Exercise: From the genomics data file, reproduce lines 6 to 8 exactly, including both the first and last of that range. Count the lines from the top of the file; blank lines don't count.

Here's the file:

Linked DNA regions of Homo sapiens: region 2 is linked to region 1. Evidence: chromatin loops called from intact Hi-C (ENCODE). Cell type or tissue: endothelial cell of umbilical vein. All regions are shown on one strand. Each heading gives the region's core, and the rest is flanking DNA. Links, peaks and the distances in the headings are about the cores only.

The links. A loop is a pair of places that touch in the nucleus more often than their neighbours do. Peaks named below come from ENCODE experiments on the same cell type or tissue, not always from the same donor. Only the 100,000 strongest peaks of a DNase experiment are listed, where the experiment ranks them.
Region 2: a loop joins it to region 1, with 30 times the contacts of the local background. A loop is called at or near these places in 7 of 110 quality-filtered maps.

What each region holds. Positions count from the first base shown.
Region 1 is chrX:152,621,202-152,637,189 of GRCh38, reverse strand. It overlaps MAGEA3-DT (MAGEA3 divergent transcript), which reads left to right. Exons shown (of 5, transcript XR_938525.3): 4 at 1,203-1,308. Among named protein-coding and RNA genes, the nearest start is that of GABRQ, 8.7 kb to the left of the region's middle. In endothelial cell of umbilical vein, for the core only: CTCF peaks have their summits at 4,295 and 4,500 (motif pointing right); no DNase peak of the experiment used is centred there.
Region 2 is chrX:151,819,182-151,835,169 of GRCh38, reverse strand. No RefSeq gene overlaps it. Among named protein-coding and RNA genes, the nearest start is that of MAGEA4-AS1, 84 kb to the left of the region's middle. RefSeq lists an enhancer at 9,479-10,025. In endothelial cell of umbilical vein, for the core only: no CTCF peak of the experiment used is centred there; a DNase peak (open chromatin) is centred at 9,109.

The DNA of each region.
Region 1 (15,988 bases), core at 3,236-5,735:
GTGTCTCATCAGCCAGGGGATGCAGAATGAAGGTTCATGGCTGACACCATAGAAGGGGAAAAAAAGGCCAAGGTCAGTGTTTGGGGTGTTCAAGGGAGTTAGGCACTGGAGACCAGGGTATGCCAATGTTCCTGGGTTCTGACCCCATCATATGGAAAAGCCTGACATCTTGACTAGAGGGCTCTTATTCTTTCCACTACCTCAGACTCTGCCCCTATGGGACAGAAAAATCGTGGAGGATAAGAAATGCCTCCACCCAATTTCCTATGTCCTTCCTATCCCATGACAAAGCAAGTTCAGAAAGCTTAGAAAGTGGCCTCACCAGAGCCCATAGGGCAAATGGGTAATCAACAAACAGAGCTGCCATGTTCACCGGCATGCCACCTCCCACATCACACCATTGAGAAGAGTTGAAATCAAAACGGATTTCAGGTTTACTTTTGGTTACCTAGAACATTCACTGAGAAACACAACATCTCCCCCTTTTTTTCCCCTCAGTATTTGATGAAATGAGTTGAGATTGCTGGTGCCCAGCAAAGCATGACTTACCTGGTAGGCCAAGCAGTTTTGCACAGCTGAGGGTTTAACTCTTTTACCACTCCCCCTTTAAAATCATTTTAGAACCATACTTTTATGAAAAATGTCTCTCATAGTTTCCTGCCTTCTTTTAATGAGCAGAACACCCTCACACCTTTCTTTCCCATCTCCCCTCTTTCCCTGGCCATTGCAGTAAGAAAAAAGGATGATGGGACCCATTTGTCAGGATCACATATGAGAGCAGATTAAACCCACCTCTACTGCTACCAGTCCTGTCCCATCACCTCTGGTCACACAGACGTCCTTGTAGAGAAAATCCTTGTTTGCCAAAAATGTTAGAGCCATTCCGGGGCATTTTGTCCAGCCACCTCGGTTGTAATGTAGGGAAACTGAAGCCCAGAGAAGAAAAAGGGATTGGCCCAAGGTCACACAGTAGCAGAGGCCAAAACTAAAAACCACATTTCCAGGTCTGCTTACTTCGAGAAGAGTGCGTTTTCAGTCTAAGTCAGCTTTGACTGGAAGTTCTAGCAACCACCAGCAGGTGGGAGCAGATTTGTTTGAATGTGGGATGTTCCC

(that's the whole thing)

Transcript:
Region 2 is chrX:151,819,182-151,835,169 of GRCh38, reverse strand. No RefSeq gene overlaps it. Among named protein-coding and RNA genes, the nearest start is that of MAGEA4-AS1, 84 kb to the left of the region's middle. RefSeq lists an enhancer at 9,479-10,025. In endothelial cell of umbilical vein, for the core only: no CTCF peak of the experiment used is centred there; a DNase peak (open chromatin) is centred at 9,109.

The DNA of each region.
Region 1 (15,988 bases), core at 3,236-5,735: